In The Ecology of Money, Richard Douthwaite argues that just as different insects and animals have different effects on human society and the natural world, money has different effects according to its origins and purposes. Was it created to make profits for a commercial bank, or issued by a government as a form of taxation? Or was it created by its users themselves purely to facilitate their trade? And was it made in the place where it is used, or did local people have to provide goods and services to outsiders to get enough of it to trade among themselves? The Briefing shows that it will be impossible to build a just and sustainable world, unless and until money creation is democratized. Richard says that it is potentially the most important thing he has written.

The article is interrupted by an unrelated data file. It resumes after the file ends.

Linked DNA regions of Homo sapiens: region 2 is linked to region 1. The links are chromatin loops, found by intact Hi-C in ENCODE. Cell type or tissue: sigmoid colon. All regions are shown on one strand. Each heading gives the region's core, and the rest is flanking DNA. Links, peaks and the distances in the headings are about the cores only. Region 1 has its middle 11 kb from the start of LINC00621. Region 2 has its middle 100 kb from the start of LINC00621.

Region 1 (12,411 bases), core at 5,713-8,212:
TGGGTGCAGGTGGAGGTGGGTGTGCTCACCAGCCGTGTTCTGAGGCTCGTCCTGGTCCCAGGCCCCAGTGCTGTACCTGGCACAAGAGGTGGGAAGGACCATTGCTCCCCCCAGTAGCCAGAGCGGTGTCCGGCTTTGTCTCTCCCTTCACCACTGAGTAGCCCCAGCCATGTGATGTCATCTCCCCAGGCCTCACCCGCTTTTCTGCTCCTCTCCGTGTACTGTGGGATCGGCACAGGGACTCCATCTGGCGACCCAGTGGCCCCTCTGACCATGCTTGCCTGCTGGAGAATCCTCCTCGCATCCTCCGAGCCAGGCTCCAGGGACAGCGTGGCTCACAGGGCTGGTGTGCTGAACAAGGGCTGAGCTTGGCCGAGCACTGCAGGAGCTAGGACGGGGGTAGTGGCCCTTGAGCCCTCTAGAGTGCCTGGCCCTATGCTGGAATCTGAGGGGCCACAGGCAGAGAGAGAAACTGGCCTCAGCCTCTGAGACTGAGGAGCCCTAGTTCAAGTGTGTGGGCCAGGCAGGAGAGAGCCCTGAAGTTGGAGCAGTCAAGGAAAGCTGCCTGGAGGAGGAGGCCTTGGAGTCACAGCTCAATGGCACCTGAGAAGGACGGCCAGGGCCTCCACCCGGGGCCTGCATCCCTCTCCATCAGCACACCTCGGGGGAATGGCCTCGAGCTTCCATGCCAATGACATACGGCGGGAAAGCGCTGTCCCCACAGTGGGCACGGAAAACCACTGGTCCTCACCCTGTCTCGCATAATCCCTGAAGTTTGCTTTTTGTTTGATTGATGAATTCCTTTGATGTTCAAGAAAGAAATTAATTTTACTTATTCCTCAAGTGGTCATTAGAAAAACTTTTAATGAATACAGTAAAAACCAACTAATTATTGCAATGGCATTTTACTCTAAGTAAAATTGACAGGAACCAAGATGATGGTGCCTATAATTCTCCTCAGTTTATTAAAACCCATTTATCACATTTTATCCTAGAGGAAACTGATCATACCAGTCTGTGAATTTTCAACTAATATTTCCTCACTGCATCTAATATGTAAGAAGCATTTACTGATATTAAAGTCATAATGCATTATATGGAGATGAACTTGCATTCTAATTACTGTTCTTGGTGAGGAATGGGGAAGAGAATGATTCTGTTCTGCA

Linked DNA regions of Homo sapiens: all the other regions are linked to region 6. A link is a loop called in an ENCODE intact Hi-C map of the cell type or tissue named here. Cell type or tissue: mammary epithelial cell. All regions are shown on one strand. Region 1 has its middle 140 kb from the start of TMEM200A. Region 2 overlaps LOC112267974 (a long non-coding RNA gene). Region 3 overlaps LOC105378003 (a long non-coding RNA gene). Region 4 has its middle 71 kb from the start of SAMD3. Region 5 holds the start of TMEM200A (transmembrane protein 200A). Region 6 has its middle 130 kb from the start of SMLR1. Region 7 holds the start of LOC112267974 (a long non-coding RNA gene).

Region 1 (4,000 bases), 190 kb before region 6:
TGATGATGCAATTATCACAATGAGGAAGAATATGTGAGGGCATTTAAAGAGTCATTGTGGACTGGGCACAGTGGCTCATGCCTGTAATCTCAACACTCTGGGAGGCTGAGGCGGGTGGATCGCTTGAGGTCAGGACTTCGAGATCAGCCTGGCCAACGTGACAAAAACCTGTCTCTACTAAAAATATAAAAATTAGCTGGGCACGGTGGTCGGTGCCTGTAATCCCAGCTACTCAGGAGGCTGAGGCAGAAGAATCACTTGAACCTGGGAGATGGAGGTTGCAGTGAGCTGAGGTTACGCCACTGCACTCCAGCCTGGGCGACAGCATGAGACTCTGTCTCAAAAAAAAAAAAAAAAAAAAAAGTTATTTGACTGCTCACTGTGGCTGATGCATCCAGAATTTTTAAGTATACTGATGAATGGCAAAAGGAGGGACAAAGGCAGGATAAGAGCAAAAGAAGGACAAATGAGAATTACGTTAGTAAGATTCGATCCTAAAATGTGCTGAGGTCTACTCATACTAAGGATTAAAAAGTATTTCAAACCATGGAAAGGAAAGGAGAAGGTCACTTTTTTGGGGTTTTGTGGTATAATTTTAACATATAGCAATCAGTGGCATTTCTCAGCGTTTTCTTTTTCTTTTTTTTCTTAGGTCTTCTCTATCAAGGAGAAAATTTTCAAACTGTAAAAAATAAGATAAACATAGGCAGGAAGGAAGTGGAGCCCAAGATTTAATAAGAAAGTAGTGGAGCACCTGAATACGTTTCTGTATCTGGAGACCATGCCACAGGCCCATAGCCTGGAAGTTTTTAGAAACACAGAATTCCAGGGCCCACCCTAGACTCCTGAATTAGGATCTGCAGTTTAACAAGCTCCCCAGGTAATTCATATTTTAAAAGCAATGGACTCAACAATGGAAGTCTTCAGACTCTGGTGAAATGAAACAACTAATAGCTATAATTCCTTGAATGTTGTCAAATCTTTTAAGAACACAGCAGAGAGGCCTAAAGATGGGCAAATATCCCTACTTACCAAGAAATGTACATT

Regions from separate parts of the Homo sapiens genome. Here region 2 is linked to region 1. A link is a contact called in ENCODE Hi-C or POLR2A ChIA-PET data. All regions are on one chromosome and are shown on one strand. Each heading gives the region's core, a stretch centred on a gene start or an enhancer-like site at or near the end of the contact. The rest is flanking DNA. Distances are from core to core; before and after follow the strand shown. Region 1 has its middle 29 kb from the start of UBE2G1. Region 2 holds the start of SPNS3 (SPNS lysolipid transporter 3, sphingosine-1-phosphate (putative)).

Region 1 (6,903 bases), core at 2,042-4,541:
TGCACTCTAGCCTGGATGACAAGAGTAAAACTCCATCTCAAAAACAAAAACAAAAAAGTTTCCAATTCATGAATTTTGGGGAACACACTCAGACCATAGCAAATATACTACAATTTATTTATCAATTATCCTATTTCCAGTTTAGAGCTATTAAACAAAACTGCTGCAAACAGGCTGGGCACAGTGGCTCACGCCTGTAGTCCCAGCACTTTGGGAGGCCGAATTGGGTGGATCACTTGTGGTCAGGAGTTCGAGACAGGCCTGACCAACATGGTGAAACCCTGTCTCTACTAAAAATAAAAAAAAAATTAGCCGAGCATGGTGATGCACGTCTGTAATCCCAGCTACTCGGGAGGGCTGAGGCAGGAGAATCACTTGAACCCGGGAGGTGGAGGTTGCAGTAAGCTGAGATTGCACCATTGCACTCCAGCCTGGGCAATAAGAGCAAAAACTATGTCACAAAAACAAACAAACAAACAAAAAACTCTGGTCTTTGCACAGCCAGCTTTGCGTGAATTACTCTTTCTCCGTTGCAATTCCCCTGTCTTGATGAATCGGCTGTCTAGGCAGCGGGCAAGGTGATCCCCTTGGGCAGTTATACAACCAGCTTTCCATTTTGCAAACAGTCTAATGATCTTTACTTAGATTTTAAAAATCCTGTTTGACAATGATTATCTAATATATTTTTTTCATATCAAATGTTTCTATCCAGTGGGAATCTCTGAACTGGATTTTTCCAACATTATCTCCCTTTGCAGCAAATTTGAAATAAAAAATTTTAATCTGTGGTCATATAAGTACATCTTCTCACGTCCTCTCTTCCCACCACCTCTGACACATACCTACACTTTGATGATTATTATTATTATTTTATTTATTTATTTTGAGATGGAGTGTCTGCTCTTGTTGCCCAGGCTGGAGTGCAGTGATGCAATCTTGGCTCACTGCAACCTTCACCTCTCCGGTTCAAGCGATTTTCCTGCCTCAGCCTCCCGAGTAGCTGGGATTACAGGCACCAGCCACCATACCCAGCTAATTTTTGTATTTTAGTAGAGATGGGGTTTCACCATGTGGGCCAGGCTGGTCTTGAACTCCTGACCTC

The Feasta Review was the first publication from the Foundation for the Economics of Sustainability.
The Review gathers together many of the ideas that had been circulating among people associated with Feasta. For example, it carries the full texts and the graphics of the 1999 Feasta lecture by the heretic ex-World Bank economist, Herman Daly and the 2000 lecture by David Korten, author of 'When Corporations Rule The World'. Papers by other people who have spoken at Feasta meetings are included too.